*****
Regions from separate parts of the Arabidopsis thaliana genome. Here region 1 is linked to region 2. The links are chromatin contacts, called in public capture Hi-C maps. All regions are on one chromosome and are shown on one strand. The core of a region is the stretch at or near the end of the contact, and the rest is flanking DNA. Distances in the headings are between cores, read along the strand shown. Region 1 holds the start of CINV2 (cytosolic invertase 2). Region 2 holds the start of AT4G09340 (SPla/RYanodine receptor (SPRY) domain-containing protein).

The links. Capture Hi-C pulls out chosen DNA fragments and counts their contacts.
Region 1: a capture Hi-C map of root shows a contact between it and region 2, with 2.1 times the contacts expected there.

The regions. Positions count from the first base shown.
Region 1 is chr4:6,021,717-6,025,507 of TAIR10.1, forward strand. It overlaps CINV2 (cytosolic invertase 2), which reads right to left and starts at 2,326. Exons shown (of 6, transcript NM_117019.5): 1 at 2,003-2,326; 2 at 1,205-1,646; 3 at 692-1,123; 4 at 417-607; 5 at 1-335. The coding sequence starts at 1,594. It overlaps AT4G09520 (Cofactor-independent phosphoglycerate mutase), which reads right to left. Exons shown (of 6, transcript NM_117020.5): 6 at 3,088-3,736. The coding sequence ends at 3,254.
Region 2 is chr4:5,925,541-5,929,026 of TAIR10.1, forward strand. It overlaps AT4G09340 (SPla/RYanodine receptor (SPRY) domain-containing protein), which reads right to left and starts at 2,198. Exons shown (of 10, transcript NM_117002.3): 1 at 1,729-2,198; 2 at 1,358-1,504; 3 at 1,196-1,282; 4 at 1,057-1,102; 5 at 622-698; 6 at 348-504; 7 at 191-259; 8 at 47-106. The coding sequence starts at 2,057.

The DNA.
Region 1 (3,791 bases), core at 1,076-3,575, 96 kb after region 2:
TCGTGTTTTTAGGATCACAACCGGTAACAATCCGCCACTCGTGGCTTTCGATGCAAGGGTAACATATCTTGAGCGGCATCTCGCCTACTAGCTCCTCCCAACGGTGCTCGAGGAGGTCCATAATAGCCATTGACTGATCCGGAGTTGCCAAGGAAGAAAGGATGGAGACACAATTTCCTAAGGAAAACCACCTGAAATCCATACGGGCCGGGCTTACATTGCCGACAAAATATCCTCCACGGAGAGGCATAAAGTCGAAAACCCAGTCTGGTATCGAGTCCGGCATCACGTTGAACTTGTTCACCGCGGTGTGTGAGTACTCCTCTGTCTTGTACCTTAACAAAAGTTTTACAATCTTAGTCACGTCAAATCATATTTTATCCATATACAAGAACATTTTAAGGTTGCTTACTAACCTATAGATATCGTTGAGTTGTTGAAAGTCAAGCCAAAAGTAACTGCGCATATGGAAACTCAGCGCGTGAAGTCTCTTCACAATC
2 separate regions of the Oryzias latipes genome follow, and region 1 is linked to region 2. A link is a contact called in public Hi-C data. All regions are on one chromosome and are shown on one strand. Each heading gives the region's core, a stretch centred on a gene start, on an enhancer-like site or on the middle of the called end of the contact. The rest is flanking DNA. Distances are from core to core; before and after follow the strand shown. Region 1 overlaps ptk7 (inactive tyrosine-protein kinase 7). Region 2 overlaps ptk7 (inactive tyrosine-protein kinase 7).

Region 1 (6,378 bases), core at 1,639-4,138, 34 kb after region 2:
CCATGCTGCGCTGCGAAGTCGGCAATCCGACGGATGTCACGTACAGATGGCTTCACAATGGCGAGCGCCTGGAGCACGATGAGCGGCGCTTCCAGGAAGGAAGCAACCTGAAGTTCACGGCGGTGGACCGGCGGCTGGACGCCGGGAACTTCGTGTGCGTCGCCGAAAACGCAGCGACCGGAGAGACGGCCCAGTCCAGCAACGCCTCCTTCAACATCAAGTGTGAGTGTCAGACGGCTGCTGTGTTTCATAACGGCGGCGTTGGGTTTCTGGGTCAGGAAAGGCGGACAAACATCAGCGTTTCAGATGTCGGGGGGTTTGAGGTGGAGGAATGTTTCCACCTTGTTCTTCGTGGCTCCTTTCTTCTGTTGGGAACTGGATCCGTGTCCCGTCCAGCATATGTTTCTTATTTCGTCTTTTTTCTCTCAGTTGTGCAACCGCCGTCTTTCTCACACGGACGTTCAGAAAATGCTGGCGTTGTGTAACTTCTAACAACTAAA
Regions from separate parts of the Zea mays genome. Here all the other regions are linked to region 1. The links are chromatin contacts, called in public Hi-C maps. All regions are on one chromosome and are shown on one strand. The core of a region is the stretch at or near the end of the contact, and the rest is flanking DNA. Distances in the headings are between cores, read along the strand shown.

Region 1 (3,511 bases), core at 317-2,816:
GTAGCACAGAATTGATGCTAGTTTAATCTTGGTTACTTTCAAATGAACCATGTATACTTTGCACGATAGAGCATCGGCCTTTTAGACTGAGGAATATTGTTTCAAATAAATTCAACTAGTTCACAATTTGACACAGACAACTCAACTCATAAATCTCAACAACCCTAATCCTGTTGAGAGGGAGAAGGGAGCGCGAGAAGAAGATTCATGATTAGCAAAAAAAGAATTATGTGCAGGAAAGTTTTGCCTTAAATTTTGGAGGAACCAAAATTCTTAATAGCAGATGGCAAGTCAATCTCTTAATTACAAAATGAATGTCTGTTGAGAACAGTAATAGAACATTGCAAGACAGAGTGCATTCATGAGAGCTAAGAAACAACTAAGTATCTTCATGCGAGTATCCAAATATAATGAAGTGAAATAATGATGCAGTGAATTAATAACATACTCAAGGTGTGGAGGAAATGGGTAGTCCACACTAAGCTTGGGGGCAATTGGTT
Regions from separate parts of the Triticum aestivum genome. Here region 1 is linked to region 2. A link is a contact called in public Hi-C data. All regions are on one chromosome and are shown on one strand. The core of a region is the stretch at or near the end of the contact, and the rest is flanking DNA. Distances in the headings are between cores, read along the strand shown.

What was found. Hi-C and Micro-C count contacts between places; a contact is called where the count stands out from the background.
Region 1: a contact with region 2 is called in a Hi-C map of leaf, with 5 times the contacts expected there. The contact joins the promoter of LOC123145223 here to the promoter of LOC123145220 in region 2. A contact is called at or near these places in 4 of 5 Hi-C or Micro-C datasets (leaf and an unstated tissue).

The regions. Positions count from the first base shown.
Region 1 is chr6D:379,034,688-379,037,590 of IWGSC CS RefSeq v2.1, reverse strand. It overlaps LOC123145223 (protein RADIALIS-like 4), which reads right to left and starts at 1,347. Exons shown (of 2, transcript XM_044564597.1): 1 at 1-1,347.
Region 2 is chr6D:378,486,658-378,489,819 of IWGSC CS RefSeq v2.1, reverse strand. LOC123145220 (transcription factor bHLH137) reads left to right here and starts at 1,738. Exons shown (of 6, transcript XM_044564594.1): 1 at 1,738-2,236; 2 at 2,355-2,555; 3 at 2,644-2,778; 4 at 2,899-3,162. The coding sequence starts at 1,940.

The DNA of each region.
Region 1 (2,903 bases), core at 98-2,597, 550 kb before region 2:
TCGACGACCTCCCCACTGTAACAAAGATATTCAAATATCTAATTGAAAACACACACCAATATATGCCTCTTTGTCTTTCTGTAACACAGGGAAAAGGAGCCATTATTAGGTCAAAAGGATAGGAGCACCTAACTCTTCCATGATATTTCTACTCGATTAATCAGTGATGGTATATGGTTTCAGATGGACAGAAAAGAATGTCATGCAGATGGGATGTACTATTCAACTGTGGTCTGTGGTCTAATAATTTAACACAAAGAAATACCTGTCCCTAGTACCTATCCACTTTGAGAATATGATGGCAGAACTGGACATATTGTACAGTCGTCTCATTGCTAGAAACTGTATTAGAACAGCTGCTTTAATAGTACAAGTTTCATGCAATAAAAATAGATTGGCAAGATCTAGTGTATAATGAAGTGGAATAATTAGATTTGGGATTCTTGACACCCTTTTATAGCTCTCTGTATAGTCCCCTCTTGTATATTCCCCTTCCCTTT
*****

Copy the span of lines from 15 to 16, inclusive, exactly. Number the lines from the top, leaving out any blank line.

GTAGCACAGAATTGATGCTAGTTTAATCTTGGTTACTTTCAAATGAACCATGTATACTTTGCACGATAGAGCATCGGCCTTTTAGACTGAGGAATATTGTTTCAAATAAATTCAACTAGTTCACAATTTGACACAGACAACTCAACTCATAAATCTCAACAACCCTAATCCTGTTGAGAGGGAGAAGGGAGCGCGAGAAGAAGATTCATGATTAGCAAAAAAAGAATTATGTGCAGGAAAGTTTTGCCTTAAATTTTGGAGGAACCAAAATTCTTAATAGCAGATGGCAAGTCAATCTCTTAATTACAAAATGAATGTCTGTTGAGAACAGTAATAGAACATTGCAAGACAGAGTGCATTCATGAGAGCTAAGAAACAACTAAGTATCTTCATGCGAGTATCCAAATATAATGAAGTGAAATAATGATGCAGTGAATTAATAACATACTCAAGGTGTGGAGGAAATGGGTAGTCCACACTAAGCTTGGGGGCAATTGGTT
Regions from separate parts of the Triticum aestivum genome. Here region 1 is linked to region 2. A link is a contact called in public Hi-C data. All regions are on one chromosome and are shown on one strand. The core of a region is the stretch at or near the end of the contact, and the rest is flanking DNA. Distances in the headings are between cores, read along the strand shown.